The Roar
The Roar


Making it to the Major: Who will qualify for London?

How far can G2 go? (CHRISTOPHE SIMON/AFP/Getty Images)
3rd September, 2018

It’s Major time, boys and girls! I don’t know about you, but I cannot wait. It’s been too long. No, really, Valve, it’s too long. Give us more.

But before we get onto the pomp and circumstance of crowning a new Major champion (because, let’s face it, Cloud 9 isn’t getting near this trophy), there is the small matter of the qualifier. In total 16 teams enter on Wednesday; eight carry on to battle for fame and fortune. The other eight get to watch from home.

Which teams fall into which category, though? Today, I hope to shed a little light on that.

No brainers
Firstly, the fact that Astralis has to go through the qualifiers is the latest in a long line of reasons the legend system is a farce. Fortunately for them, and us, they are in unstoppable form right now and they will make it easily.

Similarly, their fellow Danes over at North are coming off the back of a surprise victory over thema at Dreamhack Stockholm and look like a shoe-in to qualify for the Major if they even come close to matching that form.

The only other team I consider to be locked in for a spot is Team Liquid. Everyone else, even my beloved BIG, is in a questionable position.

Liquid, however, are in the best form they have been in since they finished third at MLG Columbus in 2016. They are ranked third in the world as I write this – their highest ever spot – and it would take a shocking capitulation for them to miss out on London.

Team Liquid’s League of Legends team (Photo: Team Liquid)

No hopers
This is the harshest category, obviously, but also one of the hardest to write. I don’t honestly think anyone in the qualifier has absolutely no chance of qualifying.

Some will have a harder time than others, however. Some, like Virtus Pro. The Poles have been in a sorry state for quite a while, and I don’t see this being the event at which they turn it around.


As a CS fan who remembers the original Pentagram line-up, I take no joy in this, but they are clearly a spent force now.

Spirit is the only other team that I think will really struggle. It might be a case of learning from a difficult, important tournament, because they have the weakest line-up and the least experience of any team in the qualifier.

In the mix
Every other team has a real chance of making it to the Major. Even Complexity, a name synonymous with CS history, but not in recent years, has a solid roster nowadays.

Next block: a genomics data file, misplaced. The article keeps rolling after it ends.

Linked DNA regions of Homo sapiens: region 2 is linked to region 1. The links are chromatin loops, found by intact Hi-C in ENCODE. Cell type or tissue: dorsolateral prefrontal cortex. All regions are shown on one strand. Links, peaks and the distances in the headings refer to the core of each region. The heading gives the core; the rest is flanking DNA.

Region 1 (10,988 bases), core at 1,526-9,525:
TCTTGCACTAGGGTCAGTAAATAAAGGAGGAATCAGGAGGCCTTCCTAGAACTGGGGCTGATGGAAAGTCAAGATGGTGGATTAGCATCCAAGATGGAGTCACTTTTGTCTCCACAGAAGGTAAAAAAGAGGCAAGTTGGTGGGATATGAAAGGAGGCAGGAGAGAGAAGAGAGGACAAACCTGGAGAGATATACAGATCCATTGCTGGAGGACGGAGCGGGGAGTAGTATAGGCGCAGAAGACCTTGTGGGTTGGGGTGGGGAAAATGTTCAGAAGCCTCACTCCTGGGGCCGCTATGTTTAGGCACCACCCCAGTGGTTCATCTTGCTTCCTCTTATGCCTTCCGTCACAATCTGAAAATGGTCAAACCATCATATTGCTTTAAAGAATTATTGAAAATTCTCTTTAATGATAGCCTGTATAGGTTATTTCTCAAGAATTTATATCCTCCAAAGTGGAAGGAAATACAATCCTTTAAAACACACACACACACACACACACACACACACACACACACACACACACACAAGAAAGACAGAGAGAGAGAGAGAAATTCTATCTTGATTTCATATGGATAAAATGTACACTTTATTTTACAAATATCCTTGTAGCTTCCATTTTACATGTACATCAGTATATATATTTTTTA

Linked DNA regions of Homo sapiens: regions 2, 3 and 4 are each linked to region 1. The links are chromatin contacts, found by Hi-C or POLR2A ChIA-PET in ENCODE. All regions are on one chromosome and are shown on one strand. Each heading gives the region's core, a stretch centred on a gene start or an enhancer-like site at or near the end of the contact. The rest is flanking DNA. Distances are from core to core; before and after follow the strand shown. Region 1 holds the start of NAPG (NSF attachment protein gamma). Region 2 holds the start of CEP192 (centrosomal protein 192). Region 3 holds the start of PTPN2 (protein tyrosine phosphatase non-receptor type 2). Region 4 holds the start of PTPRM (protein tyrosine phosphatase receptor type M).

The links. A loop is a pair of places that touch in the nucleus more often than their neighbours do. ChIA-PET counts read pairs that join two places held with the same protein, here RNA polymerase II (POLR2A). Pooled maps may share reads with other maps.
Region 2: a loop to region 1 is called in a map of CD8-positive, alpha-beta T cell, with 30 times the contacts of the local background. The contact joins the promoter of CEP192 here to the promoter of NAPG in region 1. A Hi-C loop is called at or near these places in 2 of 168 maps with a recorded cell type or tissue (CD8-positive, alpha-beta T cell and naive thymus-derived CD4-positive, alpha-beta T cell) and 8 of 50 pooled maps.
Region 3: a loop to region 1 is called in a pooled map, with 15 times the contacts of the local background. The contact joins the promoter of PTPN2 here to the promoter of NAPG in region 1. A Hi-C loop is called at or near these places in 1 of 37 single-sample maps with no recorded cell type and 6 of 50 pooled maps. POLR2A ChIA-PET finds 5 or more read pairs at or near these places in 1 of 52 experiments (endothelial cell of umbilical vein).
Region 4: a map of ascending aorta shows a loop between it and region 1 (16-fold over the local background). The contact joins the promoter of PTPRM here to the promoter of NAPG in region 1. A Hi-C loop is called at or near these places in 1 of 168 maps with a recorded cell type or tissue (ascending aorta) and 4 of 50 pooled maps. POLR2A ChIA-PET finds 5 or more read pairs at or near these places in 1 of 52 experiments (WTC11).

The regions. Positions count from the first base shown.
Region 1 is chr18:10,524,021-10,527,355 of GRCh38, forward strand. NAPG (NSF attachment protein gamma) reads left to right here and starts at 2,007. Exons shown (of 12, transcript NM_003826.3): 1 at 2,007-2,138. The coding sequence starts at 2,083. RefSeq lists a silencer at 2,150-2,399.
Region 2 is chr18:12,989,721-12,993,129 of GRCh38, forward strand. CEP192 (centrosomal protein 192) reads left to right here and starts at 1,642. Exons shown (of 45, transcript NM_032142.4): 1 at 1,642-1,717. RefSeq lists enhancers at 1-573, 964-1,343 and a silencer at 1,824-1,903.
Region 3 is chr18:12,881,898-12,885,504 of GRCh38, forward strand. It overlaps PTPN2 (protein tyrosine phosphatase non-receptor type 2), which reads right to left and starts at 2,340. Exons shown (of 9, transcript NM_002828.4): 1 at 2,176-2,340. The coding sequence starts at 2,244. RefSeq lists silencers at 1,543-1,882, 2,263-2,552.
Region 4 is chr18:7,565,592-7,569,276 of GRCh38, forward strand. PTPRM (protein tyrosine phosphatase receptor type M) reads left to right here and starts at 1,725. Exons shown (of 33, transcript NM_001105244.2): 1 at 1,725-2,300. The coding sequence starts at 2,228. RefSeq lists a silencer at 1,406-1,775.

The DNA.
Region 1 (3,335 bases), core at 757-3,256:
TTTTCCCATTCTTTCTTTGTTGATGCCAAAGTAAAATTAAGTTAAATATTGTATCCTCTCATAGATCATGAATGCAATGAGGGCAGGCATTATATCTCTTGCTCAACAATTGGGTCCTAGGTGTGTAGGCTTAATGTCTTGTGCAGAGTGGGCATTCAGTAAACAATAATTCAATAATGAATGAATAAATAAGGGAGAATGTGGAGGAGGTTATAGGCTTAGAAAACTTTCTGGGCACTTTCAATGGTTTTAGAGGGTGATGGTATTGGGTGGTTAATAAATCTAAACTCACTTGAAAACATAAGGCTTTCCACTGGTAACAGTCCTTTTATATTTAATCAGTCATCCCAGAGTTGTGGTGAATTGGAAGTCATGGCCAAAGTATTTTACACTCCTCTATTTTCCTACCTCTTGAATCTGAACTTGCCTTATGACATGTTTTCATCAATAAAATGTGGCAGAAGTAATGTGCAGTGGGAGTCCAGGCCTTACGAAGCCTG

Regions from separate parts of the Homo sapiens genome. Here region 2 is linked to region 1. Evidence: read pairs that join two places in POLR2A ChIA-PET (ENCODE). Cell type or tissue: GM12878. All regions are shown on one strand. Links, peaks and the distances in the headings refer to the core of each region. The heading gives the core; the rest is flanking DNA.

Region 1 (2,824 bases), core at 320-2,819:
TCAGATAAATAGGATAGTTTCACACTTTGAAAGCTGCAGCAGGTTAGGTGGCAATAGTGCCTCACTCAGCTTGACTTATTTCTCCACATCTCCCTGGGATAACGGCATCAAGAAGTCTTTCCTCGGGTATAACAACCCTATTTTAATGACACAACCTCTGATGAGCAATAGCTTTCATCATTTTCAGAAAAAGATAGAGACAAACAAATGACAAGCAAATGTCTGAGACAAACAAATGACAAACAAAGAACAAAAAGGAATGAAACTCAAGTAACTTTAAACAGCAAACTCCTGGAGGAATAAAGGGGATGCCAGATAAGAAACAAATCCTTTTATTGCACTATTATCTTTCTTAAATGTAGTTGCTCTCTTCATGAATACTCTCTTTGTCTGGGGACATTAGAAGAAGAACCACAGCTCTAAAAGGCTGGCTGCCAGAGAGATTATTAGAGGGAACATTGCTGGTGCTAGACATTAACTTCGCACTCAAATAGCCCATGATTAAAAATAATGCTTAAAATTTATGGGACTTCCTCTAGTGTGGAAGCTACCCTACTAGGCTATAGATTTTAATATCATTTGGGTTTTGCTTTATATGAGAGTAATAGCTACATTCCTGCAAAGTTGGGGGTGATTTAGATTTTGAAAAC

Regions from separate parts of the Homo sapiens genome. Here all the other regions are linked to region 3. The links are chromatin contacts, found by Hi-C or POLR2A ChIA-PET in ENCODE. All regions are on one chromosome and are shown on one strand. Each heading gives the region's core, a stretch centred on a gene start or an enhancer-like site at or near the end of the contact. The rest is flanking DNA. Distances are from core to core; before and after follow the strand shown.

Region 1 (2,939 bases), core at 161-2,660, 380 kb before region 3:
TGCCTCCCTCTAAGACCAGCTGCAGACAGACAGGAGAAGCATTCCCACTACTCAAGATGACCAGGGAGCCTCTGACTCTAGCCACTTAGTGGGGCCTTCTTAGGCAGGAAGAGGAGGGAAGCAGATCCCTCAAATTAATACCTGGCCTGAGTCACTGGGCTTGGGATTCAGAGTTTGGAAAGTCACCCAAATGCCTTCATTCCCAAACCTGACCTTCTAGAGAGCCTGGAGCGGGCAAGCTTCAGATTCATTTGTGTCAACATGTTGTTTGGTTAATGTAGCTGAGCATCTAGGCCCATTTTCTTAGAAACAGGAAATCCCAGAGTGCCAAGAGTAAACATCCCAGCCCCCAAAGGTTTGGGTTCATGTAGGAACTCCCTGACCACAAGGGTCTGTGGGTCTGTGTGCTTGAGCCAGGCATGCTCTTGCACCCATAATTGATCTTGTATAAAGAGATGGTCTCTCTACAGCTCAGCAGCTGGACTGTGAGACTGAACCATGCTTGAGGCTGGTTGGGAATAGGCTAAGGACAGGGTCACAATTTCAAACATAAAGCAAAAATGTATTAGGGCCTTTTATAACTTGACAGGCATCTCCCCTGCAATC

Rogue and Renegades, with their oddly similar logos, are home to a ton of veteran expertise that can surprise bigger name teams like NiP and Optic.

Speaking of which, NiP had a pretty good showing at Dreamhack Masters last week. They will be looking to build on that and bring one of the biggest names in CS history back to the Major stage.

They only lost to Astralis in Stockholm – favourites for the entire Major – and they start the qualifier with an easy game against Virtus Pro, which should be a nice momentum builder for later games.

Tyloo’s biggest concern will be their own form. They have the ability to beat almost anyone at the event if they can maintain some consistency.

The Chinese actually took a map from Astralis last week and open their qualifier against a Gambit team who looked awful in Stockholm. If the CIS team don’t recover quickly, Tyloo could claim a huge scalp and get their own Major campaign off to an amazing start.


Lastly, I want to mention Space Soldiers and BIG. Space Soldiers, because they seem to attend every tournament under the sun and are always on the cusp of success.

BIG, because they seem to attend zero events, and then, once or twice a year, show up and catch everyone off-guard. These two teams are mirror opposites of each other in so many ways, and yet they both have similarly high chances of success in the qualifier, albeit for different reasons.

BIG will rely on out-thinking their opposition, while Space Soldiers will try and shoot more heads than theirs.

The calibre of competition in the qualifier is impressive. If it was a tournament in its own right, it would get excellent viewing figures and a high level of competition.

As the warm-up for the Major proper, though, it is the kind of mouth-watering appetiser that leaves you wondering if you should have just ordered more nibbles to go round, instead of getting a main.

Don’t worry, though, that course will be delicious, too.